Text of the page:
Meta limited abortion content all the time | MarketingwithAnoy

Johnsen’s experience is common in the pro-choice activist community. Most of the people who spoke to WIRED say that their content appeared to have been removed automatically by AI, rather than being reported by another user.

Activists also worry that even if content is not completely removed, its reach may be limited by the platform’s AI.

Although it’s almost impossible for users to figure out how Meta’s AI moderation is implemented on their content, last year announced it would be to place less emphasis on political content and news content in users’ news feeds. Meta did not answer questions about whether abortion-related content is categorized as political content.

Just as the various abortion activists who spoke to WIRED experienced varying degrees of moderation on Meta’s platform, so did users in various locations around the world. WIRED experimented with posting the same phrase, “Abortion pills are available by mail,” from Facebook and Instagram accounts in the UK, US, Singapore and the Philippines in English, Spanish and Tagalog. Instagram removed English posts of the phrase when sent from the United States, where abortion was recently restricted in some states after last week’s court ruling, and the Philippines, where it is illegal. But a post from the US written in Spanish and a post from the Philippines on Tagalog were both up.

The phrase remained up on both Facebook and Instagram when published in English from the UK. When it was posted in English from Singapore, where abortion is legal and widely available, the phrase remained up on Instagram but was marked on Facebook.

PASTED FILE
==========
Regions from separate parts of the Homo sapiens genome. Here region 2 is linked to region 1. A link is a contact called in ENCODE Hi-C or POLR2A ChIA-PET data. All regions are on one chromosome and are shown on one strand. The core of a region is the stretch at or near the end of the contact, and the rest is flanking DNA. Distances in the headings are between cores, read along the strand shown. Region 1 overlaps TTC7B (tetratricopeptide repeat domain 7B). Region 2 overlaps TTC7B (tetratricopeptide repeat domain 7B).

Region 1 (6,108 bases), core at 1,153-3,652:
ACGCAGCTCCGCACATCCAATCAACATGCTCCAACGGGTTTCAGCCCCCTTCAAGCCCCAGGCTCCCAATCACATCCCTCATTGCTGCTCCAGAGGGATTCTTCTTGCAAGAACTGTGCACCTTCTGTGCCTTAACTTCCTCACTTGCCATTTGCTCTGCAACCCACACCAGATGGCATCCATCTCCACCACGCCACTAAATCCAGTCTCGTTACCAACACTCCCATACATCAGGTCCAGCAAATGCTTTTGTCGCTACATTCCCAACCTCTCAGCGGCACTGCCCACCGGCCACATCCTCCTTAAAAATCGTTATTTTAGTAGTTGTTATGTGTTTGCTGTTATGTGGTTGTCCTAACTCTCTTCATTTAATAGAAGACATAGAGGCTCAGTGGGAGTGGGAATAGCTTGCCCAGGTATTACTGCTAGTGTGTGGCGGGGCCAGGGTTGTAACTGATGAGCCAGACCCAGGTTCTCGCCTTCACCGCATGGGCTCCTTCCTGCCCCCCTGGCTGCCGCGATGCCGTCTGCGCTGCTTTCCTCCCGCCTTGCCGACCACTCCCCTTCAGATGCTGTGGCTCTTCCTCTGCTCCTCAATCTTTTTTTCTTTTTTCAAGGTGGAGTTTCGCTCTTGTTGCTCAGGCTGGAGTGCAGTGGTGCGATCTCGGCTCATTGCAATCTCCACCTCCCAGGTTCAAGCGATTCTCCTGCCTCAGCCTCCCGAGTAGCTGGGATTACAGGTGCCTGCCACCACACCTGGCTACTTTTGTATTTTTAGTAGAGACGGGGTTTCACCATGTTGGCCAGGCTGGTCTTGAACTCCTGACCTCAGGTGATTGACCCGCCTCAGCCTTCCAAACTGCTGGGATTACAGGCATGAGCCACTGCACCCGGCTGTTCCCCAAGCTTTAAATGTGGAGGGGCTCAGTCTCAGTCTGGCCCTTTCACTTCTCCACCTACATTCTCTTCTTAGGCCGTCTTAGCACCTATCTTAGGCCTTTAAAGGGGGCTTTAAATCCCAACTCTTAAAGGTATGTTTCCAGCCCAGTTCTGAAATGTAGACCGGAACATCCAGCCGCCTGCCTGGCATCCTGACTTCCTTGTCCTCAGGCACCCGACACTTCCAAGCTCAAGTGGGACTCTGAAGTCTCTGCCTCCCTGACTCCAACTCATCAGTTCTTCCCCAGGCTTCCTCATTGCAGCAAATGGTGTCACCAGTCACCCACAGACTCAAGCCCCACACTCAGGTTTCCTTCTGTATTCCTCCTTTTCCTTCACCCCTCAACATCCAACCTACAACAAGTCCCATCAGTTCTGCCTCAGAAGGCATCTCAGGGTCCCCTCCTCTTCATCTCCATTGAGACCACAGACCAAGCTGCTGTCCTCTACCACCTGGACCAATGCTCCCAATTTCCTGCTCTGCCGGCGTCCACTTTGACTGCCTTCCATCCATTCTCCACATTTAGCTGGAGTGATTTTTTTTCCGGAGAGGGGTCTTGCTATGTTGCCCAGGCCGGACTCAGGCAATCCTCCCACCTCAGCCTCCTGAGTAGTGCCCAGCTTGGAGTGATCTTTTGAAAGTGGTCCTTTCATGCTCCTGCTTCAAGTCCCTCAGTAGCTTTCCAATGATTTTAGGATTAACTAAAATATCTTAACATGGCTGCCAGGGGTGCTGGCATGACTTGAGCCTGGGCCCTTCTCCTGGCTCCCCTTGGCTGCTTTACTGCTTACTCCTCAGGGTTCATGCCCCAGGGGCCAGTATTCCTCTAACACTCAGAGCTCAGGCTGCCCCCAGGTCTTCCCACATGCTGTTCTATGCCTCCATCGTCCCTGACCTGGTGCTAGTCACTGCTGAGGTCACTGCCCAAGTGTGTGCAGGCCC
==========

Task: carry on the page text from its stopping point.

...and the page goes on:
Lent by Kenneth Dimalibot

Lent by Kenneth Dimalibot

Ensley told WIRED that Reproaction’s Instagram campaigns on access to abortion in Spanish and Polish were both very successful and saw none of the problems the group’s English-language content has faced.

“Meta in particular is quite dependent on automated systems that are extremely sensitive in English and less sensitive in other languages,” said Katharine Trendacosta, associate director of policy and advocacy at the Electronic Frontier Foundation.

WIRED also tested Meta’s moderation with one Scheme 1 substance that is legal for recreational use in 19 states and for medical use in 37 states, and shares the phrase “Marijuana is available by mail” on Facebook in English from the United States. The post was not selected.

“Content moderation with AI and machine learning takes a long time to set up and a great effort to maintain,” says a former Meta employee familiar with the organization’s content moderation practice, who spoke on condition of anonymity. “When circumstances change, you have to change the model, but it takes time and effort. So when the world is changing fast, these algorithms often do not work at their best and can be enforced with less accuracy during periods of intense change. “

But Trendacosta is concerned that law enforcement may also mark content for removal. I Meta’s 2020 transparency the report, the company noted that it had “restricted access to 12 items in the United States reported by various state attorneys related to the promotion and sale of regulated goods and services, and to 15 items reported by the U.S. Attorney General as allegedly involved in price falls.” All positions were later reinstated. “State attorneys are able to just say to Facebook, ‘take this down,’ and Facebook does, even if they eventually set it up again, it’s incredibly dangerous,” Trendacosta says.

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